The 1909 New York Times article about women in steerage continues, in the words of one agent of the Immigration Commission:
"No woman with the smallest degree of modesty, and with no other conveniences than a washroom, used jointly with men, and faucet of cold salt water, can keep clean amid such surroundings for a period of twelve days and more. It was forbidden to bring water for washing purposes into the sleeping compartments nor was there anything in which to bring it. On different occasions some of the women rose early, brought drinking water in their soup palls for washing, but were driven out when detected by a steward. No soap and no towels were supplied."
You can read more of the article at the New York Times online archive here or read its transcription on the Gjenvick-Gjønvik Archives website.

The Gjenvick-Gjønvik Archives website provides additional insight into the experiences of steerage passengers traveling during the first decade of the 20th-century. See the page Steerage - The Immigrant's Journey for links to various articles that describe the experiences of third class immigrants on their steamship voyages, including Urgency of Improved Conditions (1906) and The Immigrant Journey: Fellowship of the Steerage (1905).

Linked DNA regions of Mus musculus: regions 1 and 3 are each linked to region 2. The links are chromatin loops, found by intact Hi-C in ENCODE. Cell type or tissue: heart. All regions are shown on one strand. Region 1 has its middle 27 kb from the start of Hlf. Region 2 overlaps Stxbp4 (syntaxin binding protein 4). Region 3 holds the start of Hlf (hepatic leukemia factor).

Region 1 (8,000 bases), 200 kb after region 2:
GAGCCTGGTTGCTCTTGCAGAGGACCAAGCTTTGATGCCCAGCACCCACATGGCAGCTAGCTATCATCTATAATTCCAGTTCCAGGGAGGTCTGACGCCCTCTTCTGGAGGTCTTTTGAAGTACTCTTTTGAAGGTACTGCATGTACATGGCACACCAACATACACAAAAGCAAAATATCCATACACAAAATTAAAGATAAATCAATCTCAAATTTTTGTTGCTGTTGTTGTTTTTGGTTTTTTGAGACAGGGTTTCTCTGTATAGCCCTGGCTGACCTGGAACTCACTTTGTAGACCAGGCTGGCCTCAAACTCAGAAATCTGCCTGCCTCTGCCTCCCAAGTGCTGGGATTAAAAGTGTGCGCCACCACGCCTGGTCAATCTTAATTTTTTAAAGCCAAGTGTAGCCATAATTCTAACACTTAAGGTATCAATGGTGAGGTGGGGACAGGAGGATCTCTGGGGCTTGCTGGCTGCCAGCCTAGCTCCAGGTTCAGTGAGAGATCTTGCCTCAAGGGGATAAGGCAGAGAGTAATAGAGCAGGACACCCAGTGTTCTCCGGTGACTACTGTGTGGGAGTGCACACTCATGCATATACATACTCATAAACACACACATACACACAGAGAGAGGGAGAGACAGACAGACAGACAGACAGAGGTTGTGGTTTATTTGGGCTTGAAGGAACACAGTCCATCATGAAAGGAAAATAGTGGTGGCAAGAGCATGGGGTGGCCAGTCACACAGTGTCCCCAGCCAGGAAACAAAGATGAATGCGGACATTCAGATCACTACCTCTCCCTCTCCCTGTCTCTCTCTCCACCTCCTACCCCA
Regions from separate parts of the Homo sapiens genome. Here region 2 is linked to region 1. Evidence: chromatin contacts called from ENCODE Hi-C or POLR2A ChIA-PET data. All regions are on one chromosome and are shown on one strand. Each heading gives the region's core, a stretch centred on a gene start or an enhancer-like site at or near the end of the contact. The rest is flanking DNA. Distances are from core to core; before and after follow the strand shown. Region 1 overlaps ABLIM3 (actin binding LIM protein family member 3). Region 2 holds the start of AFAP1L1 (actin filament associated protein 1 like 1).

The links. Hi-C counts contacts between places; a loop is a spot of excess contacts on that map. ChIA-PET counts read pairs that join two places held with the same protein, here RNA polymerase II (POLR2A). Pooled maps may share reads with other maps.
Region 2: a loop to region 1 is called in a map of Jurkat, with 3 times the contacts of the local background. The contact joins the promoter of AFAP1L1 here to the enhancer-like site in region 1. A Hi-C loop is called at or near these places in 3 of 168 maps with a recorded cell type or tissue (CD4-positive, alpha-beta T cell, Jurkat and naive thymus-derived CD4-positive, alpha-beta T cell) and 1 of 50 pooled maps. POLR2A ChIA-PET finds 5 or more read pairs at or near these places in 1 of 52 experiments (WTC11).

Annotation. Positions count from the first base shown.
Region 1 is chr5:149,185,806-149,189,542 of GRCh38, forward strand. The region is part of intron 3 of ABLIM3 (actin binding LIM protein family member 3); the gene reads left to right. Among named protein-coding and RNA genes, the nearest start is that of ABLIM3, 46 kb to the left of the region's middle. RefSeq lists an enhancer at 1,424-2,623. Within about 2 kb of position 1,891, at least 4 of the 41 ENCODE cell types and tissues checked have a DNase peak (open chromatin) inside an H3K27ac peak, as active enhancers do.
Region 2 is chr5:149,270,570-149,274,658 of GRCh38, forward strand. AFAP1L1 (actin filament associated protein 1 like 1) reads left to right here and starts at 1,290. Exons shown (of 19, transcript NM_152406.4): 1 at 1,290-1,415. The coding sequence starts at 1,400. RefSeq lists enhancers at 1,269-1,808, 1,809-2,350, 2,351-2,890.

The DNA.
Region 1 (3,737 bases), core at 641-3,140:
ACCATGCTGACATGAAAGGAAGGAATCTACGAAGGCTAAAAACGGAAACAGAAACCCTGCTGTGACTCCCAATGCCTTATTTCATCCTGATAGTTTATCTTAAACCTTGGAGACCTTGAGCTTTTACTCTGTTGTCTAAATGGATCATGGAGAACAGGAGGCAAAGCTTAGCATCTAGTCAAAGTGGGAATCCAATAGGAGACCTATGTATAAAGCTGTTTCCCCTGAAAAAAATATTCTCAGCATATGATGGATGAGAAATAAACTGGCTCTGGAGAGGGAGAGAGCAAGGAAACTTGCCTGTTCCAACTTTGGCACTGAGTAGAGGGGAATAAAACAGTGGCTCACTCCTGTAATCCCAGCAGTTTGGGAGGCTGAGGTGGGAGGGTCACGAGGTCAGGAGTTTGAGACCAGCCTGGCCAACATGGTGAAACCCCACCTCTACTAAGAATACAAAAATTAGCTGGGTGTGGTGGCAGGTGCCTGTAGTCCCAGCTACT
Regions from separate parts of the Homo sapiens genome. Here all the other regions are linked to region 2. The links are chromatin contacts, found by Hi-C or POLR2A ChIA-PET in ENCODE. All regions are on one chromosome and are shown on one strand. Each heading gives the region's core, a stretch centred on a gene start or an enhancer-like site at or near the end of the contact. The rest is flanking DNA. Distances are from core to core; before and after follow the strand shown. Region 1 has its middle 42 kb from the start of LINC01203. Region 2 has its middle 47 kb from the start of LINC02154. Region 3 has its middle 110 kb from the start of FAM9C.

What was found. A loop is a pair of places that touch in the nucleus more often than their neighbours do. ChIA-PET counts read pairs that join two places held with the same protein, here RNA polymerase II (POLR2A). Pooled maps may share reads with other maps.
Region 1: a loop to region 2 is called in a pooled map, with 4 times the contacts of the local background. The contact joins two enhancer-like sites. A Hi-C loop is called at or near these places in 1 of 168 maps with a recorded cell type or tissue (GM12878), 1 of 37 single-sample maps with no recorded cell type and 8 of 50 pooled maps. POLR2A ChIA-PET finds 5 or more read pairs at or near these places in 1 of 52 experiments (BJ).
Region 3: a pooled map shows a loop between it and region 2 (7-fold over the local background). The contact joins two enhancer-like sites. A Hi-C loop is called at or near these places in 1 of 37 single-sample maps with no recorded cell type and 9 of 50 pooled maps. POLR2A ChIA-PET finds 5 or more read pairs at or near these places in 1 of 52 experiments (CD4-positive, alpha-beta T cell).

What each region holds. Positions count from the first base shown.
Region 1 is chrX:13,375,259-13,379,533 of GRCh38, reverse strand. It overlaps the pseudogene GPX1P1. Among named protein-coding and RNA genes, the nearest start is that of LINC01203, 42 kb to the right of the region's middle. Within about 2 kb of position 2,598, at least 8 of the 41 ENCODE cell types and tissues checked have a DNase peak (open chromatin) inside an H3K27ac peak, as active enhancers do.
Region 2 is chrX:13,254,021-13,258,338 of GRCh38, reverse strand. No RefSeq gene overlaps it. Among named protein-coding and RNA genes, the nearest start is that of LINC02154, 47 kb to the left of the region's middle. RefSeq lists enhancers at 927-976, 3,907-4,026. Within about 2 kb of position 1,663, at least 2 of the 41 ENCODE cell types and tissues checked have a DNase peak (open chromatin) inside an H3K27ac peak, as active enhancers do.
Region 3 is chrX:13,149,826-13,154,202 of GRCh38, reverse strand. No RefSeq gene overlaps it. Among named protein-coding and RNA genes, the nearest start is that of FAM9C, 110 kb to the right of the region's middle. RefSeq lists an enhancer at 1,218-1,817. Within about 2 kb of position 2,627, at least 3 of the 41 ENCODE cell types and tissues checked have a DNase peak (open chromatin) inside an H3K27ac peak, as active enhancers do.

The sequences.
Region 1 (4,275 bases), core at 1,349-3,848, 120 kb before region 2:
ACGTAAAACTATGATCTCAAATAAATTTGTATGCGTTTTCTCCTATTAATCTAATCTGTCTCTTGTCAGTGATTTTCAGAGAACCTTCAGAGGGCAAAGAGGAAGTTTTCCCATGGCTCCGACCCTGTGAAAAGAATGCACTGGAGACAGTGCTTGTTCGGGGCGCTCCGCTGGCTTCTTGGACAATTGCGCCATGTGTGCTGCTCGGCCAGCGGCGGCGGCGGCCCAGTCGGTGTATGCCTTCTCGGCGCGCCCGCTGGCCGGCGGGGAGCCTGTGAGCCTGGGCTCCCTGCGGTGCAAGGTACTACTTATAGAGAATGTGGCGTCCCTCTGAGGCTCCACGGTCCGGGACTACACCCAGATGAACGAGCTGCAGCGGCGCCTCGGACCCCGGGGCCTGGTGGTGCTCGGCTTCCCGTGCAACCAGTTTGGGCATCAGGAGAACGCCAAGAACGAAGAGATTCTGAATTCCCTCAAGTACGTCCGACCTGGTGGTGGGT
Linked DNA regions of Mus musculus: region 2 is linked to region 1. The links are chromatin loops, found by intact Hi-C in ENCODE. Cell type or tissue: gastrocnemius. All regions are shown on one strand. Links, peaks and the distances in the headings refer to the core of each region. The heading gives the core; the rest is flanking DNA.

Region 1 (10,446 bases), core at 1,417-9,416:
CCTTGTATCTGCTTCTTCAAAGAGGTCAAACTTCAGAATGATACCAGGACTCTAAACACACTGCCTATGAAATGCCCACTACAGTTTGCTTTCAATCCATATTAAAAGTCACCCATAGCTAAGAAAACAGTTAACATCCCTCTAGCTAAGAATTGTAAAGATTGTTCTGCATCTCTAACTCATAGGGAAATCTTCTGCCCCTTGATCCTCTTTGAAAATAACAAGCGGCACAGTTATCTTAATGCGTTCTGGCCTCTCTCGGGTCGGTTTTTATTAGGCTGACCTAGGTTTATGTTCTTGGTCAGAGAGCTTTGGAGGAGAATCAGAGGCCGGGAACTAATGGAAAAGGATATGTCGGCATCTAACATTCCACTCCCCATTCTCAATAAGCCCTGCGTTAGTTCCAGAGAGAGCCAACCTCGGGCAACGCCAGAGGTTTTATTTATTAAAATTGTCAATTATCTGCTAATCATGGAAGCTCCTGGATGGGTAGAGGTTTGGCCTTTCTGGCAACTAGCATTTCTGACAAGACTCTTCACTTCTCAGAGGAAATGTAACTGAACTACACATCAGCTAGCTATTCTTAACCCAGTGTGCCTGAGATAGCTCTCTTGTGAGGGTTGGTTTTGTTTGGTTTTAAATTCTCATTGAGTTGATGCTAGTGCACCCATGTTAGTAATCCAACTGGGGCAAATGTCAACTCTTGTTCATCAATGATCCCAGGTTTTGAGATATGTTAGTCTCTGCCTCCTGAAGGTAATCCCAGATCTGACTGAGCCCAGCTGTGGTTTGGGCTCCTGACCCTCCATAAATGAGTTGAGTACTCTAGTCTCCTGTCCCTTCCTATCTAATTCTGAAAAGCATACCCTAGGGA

From the latter article comes the following look at The Day of Arrival, in the poetic words of one who had made the trip at least ten times himself by 1905:
"The [ship] is awake after its restless night and mutely awaits the disclosures of its own and the new world's secrets. The sound of a booming gun is carried across the hidden space, and faint touches of flame struggling through the gray, are the sun's answer to the salute from Governor's Island.
"The morning breeze, like a 'Dancing Psaltress', moves gently over the glassy surface of the water, lifts the fog higher and higher, tearing it into a thousand fleecy shreds, and the far things have come near and the hidden things have been revealed. The sky line straight ahead, assaulted by a thousand towering shafts, looking like a challenge to the strong, and a warning to the weak, makes all of us tremble from an unknown fear. 
"The [ship] is still mute; it looks to the left at the populous shore, to the right at the green stretches of Long Island, and again straight ahead at the mighty city. Slowly the ship glides into the harbour, and when it passes under the shadow of the Statue of Liberty, the silence is broken, and a thousand hands are outstretched in greeting to this new divinity into whose keeping they now entrust themselves.
"Some day a great poet will arise among us, who, catching the inspiration of that moment will be able to put into words these surging emotions; who will be great enough to feel beating against his own soul and give utterance to, the thousand varying notes which are felt and never sounded."